Board Game Review – Food Chain Magnate


Quick Facts

Designer: Jeroen Doumen, Joris Wiersinga
Genre: Economic, Manufacturing
Players: 2-5
Time: ~45 minutes per player

It’s the 1950s, and fast food is the latest craze.  Nothing gets the families of small-town suburbia out of their houses like the promise of hot food and cold drinks, served almost instantly.  You can see this new market starting to form and decide to start up your own restaurant chain, planning on making bank selling to hungry (and lazy) people.  However, you’re not the only one with this brilliant idea, as several other competing chains have started up in your very same small town!  Now, you must out-produce, out-advertise, or out-price your opponents out of the market and make your way to the top of the food chain!

Food Chain Magnate is a very heavy strategic game where players build up a fast food franchise starting with just one restaurant and a CEO.  You will then need to hire more employees to begin producing food and drinks, advertising your products, and selling to the customers in town.  The player who makes the most money by the end of the game can truly call themselves a food chain magnate!

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Culling the Collection: The Whats and Whys

Today I finally got around to updating my Board Game Geek Collection, which basically means that I went to Ethan’s BGG profile and copied the ones I was missing from his to my own.  I paused before I started, staring at the number of games it said was in our collection. “500?!”  I gasped.  “There are five hundred games in our collection!  I tell everyone it’s about 300 or so!”

“Well, the promos and expansion are listed too.  Let me see if I can filter it to just the base games.”

After a few clicks on his computer, Ethan figured out we actually only have 366 (!!!) unique base games.  There was a discussion on the BGG Facebook group a few weeks back on why people have so many games, but I won’t get into all the details here on how and why our collection is this way.  What we have begun doing, however, for the first time ever, is getting rid of games in our collection.

It all started with attending Gaming Hoopla in Gurnee, IL, where Ethan signed up to do a math trade.  How this works was, Ethan put a bunch of games that we’re willing to get rid of on a list.  Then, other people put what they’re willing to trade on a list.  Hey, person B has a game I want, but I don’t have anything they want.  But, I have something that person C wants, and person C has something person B wants, so we go around in a circle.  Do this with a few dozen (or hundred) other people, and we have a math trade!   Doing this allowed us to get some games that we didn’t play out of our collection and gain a few new games and promos we were interested in.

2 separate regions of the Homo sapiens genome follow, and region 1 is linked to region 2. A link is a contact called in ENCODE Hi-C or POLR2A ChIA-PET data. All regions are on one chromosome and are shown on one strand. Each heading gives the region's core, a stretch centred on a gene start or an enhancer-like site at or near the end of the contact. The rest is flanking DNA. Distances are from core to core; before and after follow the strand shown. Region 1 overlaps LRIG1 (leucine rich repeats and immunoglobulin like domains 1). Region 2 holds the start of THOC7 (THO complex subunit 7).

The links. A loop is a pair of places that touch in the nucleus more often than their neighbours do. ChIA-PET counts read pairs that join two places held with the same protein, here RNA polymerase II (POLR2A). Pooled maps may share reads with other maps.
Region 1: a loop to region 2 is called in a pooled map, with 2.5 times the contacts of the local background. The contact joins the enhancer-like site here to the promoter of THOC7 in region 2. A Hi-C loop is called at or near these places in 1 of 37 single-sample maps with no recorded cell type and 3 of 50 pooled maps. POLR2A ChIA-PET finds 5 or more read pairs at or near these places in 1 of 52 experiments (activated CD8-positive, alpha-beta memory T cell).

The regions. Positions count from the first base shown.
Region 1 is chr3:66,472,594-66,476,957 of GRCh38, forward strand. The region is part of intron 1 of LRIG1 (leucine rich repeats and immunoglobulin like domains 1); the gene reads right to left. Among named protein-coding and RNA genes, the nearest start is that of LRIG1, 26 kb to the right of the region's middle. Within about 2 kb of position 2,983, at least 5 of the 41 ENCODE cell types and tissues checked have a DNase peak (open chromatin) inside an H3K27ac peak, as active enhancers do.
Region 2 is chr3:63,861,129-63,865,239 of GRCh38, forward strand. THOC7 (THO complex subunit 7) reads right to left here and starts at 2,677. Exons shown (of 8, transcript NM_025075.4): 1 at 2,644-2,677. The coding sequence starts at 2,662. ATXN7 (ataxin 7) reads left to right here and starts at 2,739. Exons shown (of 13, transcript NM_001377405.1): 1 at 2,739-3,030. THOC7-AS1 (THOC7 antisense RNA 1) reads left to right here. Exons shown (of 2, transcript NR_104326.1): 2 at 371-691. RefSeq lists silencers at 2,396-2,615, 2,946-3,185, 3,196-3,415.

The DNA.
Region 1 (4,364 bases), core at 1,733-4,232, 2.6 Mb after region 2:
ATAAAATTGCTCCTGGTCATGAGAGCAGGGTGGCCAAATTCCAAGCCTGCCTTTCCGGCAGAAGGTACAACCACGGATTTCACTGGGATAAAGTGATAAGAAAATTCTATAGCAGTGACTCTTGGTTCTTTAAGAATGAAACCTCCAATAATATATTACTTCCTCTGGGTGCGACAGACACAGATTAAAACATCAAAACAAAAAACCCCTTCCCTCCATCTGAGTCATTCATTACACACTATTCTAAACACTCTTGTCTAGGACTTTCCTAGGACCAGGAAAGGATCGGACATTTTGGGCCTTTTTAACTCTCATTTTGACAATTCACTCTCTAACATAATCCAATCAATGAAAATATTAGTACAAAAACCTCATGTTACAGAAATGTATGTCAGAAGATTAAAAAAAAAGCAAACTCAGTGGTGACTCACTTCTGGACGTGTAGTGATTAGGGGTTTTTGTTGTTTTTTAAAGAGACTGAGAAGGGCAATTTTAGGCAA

The main factor in doing the math trade was there was games in our collection that we don’t play and didn’t plan on playing again.  We traded off Canterbury, Nightfall and a few expansions to go with it, as there were other games in our collection that filled those needs..  We were able to trade off a few promos as well for games we don’t have and aren’t planning on getting, which was pretty popular with a few people in the trade.  This opened up this thought to us, that our collection doesn’t have to keep growing bigger and bigger; there is opportunity to trade things out!

Moving forward, I see more opportunity to keep doing some exchanging in our collection.  There are games that just aren’t for us or aren’t for us anymore.  What about your collection?  How do you manage the games that you have?  Or does it matter to you at all the number of games in you collection?  Let us know!